Whether or not Gettleman continues in the spotlight now that the draft is over remains to be seen. He’s gotten a taste of it with the Giants for the first time ever after almost an entire career in the background of the front office for the organization. Perhaps from this point on he’ll speak sparingly but carry a big schtick.

One thing is clear, though: Gettleman loves this part of his job. And he relished it these past few days. It’s easy to do that when you get to use the second overall pick in the draft without having hands dirtied from the filth of the previous season that delivered said status. Or when the team has not lost a single game under your leadership. At some point, Gettleman will make a misstep. Perhaps he has already in this draft and we don’t know it for sure just yet.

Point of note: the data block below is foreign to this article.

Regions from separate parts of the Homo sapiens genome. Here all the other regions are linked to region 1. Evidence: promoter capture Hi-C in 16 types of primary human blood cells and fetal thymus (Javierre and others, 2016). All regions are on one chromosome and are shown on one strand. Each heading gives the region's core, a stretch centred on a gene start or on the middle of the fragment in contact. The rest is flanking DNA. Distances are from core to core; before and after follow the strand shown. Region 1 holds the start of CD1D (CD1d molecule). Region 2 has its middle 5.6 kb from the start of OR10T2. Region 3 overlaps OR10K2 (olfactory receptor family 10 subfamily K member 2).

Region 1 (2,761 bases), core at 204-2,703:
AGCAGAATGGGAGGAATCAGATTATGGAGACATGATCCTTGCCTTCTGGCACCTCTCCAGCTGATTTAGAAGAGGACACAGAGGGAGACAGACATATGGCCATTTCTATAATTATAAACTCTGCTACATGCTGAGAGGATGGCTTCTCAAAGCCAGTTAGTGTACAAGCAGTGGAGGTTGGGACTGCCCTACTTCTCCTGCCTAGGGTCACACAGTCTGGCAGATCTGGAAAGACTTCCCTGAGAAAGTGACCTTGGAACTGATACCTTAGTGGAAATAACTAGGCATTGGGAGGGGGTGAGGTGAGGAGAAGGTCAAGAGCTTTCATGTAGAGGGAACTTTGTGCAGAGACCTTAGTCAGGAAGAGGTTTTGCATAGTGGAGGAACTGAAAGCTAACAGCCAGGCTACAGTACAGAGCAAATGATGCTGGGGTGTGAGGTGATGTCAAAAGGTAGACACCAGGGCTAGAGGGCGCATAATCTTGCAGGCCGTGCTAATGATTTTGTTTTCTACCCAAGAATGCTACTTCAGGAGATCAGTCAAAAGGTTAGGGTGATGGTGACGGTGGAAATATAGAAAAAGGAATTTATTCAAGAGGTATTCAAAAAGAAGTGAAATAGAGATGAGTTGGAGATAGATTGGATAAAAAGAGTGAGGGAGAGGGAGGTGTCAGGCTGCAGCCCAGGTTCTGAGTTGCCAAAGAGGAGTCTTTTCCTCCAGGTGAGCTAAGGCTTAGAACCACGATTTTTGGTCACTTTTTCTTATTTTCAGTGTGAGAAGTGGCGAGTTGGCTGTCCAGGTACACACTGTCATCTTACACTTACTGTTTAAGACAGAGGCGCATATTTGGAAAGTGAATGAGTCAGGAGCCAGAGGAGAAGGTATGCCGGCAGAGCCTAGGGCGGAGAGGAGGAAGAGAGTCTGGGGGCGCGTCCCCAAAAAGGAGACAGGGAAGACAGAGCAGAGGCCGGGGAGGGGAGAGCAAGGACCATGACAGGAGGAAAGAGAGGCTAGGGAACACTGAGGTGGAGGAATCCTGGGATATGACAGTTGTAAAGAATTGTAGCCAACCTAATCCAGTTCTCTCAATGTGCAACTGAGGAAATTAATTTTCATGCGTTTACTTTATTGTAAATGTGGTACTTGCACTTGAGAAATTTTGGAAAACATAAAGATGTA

For now, though, it’s all a hoot.

“It’s fun,” he said. “I had a ball.”

So, too, did Shurmur, who had the best seat in the house for the comedy and football stylings of Gettleman for three days in public and the past few weeks of draft prep meetings. The two men whose personalities could not be more different and who knew very little about each other up until about five months ago now play off each other with the chemistry of a good quarterback and receiver combo.

“You never know what you’re getting into,” Shurmur said of what was in store for him.

Now, after his first draft with the Giants and Gettleman, he has a better idea.

“The good news in all of that is we’re really on the same page with our thoughts for the Giants and how we want to move forward,” Shurmur said of the different deliveries but common philosophies. “I’ve certainly enjoyed my first couple of months and I look forward to doing this with Dave for many years.”

Maybe just to see what he’ll say next year.